As a recipient of a Graduate Summer Fellowship, Fernando Oliveira was able to incorporate his research for transportation projects in the Cedar Rapids, Iowa area with practical application. Fernando spent three years in his home country of Brazil working on his degree in structural engineering before coming to Iowa to complete it, and then moved directly on to a master’s degree in urban and regional planning. The summer fellowship allowed him to obtain his first practical experience in the United States.
During his first year as an urban planning student, Fernando began working with Assistant Professor Steve Spears on research to develop a non-motorized traffic monitoring program in Cedar Rapids. The goal of the project is to estimate regional distance traveled and crash rates for cyclists and pedestrians. The project is supported by a grant from the Iowa Department of Transportation’s Transportation Safety Improvement Program, awarded to the University of Iowa Injury Prevention Research Center.
The fellowship gave Fernando the opportunity to build on that research and share his knowledge with transportation professionals at the Corridor Metropolitan Planning Organization (MPO) in Cedar Rapids. He says, “The fellowship was a great experience because I could apply what I learned in my first year and see a little bit of what I will face in the future. The best part of the experience has been the ability to connect my research project with the fellowship.” Fernando worked on seven projects during his 12 weeks at the MPO with the bulk of his time being spent on the Iowa Standardized Mode Structure Analysis Zone and Transit Safety Improvement Project.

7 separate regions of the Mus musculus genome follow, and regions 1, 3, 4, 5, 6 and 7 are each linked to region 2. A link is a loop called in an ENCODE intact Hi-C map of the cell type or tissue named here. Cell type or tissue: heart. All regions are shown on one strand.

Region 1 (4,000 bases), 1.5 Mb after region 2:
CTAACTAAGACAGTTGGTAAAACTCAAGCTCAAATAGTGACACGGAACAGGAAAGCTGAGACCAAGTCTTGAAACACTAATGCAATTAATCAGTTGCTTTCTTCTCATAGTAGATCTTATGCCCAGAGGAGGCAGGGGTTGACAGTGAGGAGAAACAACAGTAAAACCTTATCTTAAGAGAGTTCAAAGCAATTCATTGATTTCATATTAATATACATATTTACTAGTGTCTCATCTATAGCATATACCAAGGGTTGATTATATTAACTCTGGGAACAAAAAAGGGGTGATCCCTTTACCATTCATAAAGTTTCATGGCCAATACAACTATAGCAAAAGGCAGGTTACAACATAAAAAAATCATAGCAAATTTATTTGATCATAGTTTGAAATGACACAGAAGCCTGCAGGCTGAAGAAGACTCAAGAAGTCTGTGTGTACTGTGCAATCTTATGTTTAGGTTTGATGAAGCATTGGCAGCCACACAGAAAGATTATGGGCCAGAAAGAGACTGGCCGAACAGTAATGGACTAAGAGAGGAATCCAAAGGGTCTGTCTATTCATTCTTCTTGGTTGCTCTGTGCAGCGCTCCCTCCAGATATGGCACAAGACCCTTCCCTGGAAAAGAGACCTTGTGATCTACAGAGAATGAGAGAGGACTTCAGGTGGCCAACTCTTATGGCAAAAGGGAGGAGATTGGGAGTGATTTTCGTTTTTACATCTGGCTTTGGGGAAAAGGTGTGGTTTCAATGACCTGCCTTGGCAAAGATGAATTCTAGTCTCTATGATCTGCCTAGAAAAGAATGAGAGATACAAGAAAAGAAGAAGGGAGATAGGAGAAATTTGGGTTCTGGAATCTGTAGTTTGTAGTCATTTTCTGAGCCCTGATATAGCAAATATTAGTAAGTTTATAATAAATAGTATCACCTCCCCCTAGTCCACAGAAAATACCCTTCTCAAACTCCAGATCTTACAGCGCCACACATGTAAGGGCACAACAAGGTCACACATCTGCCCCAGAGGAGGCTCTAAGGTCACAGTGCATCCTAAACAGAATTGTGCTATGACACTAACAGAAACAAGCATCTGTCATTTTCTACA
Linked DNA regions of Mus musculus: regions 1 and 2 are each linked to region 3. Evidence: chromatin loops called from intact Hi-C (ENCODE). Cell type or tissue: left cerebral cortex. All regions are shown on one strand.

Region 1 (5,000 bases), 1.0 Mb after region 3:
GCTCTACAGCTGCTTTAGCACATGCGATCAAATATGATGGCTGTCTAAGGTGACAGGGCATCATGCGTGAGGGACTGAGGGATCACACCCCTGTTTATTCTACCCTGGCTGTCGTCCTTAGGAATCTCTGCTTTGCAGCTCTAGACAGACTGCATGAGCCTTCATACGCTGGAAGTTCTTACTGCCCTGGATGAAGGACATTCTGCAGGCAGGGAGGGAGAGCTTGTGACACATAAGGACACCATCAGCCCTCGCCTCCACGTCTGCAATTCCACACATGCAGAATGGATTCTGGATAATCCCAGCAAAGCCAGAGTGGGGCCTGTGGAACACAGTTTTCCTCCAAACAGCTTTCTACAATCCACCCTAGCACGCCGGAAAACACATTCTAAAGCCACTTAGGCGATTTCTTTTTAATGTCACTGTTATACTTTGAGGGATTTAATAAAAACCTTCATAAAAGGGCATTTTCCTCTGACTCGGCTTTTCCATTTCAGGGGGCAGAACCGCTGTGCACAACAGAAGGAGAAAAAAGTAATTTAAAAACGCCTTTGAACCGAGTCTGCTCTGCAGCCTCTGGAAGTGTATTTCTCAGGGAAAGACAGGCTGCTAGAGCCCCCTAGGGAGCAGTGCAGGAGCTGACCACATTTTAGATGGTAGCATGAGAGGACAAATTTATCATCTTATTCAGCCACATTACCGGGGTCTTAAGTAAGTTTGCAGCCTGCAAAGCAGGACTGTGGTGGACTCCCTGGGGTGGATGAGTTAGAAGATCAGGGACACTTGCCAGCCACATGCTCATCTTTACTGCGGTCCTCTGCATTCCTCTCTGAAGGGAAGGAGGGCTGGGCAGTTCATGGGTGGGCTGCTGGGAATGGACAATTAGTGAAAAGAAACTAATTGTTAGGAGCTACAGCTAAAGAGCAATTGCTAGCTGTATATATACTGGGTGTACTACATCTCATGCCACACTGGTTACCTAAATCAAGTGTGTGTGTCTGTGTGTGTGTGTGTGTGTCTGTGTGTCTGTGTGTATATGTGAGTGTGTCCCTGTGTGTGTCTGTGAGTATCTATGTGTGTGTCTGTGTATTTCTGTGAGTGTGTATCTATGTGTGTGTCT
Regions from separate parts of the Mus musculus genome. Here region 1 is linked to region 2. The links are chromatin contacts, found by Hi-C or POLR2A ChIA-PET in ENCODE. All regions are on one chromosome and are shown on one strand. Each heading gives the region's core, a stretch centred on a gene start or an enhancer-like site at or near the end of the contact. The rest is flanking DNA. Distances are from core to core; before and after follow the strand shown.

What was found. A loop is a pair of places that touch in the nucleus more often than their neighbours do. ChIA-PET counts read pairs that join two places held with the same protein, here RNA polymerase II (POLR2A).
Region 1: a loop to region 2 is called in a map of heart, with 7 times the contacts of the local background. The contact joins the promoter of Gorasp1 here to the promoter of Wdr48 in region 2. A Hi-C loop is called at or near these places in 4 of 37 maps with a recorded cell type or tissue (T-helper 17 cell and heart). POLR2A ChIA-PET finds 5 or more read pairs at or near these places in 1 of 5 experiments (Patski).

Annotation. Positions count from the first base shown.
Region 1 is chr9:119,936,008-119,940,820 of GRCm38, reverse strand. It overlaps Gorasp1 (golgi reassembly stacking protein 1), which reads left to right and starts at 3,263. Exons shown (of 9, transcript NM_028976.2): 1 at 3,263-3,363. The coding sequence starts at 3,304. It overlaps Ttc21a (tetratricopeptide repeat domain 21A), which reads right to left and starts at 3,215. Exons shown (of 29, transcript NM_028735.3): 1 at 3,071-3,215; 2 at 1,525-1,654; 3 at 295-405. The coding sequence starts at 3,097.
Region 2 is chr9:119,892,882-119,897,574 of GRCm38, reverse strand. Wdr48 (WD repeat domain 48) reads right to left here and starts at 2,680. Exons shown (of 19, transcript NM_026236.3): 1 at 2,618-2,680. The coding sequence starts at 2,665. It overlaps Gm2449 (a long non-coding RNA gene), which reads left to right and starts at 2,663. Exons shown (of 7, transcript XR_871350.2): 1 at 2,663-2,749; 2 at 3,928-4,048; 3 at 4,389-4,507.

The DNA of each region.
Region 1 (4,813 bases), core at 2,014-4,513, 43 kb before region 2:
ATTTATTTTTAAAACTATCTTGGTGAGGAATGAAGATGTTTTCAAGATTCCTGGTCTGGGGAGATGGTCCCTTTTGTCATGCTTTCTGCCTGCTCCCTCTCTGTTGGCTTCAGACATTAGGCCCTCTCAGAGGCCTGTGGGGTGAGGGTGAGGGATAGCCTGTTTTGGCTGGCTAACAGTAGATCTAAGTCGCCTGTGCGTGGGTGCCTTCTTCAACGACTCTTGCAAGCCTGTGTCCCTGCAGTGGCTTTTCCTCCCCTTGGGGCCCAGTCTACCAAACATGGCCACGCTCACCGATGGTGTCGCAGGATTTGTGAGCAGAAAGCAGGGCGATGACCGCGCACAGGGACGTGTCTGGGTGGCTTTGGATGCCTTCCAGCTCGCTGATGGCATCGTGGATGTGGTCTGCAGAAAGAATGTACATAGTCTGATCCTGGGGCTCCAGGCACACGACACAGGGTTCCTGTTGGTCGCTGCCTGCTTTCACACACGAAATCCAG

The MPO is standardizing their travel demand model to fit the Department of Transportation’s Iowa Standardized Model Structure. The IDOT has set up zones to show how people travel throughout the state, specifically to look at how intersections are controlled. Fernando was tasked with classifying whether intersections were controlled by a stop sign, yield, or traffic light for the entire MPO area (seven cities). To complete the modeling, he learned to use TransCAD in order to classify 5000 intersections and then was able to apply his ArcGIS skills to map them. TAZ redistricting software was then employed to predict traffic flow in road change scenarios, followed by further analysis with TransCAD.
Fernando additionally devised a way to improve the MPO’s pedestrian and cyclist counting programs, drawing on his knowledge from research performed for the Transit Safety Improvement Project of Non-Motorized Traffic Monitoring grant. After completing research on different methodologies, he was able to develop a dynamic spreadsheet that only requires the user to plug in pedestrian and cyclist counts in order for all estimation factor calculations to be automatically computed.
Other projects gave Fernando a wealth of experience as he researched Safe Routes to Schools, trail grants, possible traffic calming techniques for bicycle boulevards, created maps of cycling trails in the MPO area, and participated in community engagement at an open house held at NewBo City Market to gather public input for the Transportation Improvement Project. The fellowship included interacting with a variety of stakeholders, not only with the public but also in meetings with Council Members of jurisdictions that belong to the Corridor MPO, Iowa DOT staff, consulting firm representatives and the long range transportation plan advisory group.
Fernando went beyond his fellowship work and spent time volunteering for community service projects which included participating in the City of Cedar Rapids Mayor’s 1-Bag Challenge street clean-up project, cleaning up trash on trails, and pruning and clearing several trails.
Brazil has vast differences in wealth between its populations. As a result of experiencing that, Fernando’s career interests have always been on how to improve communities in a way in which the whole community can benefit for a better quality of life. The Graduate Summer Fellowship gave him the opportunity to begin to make a difference.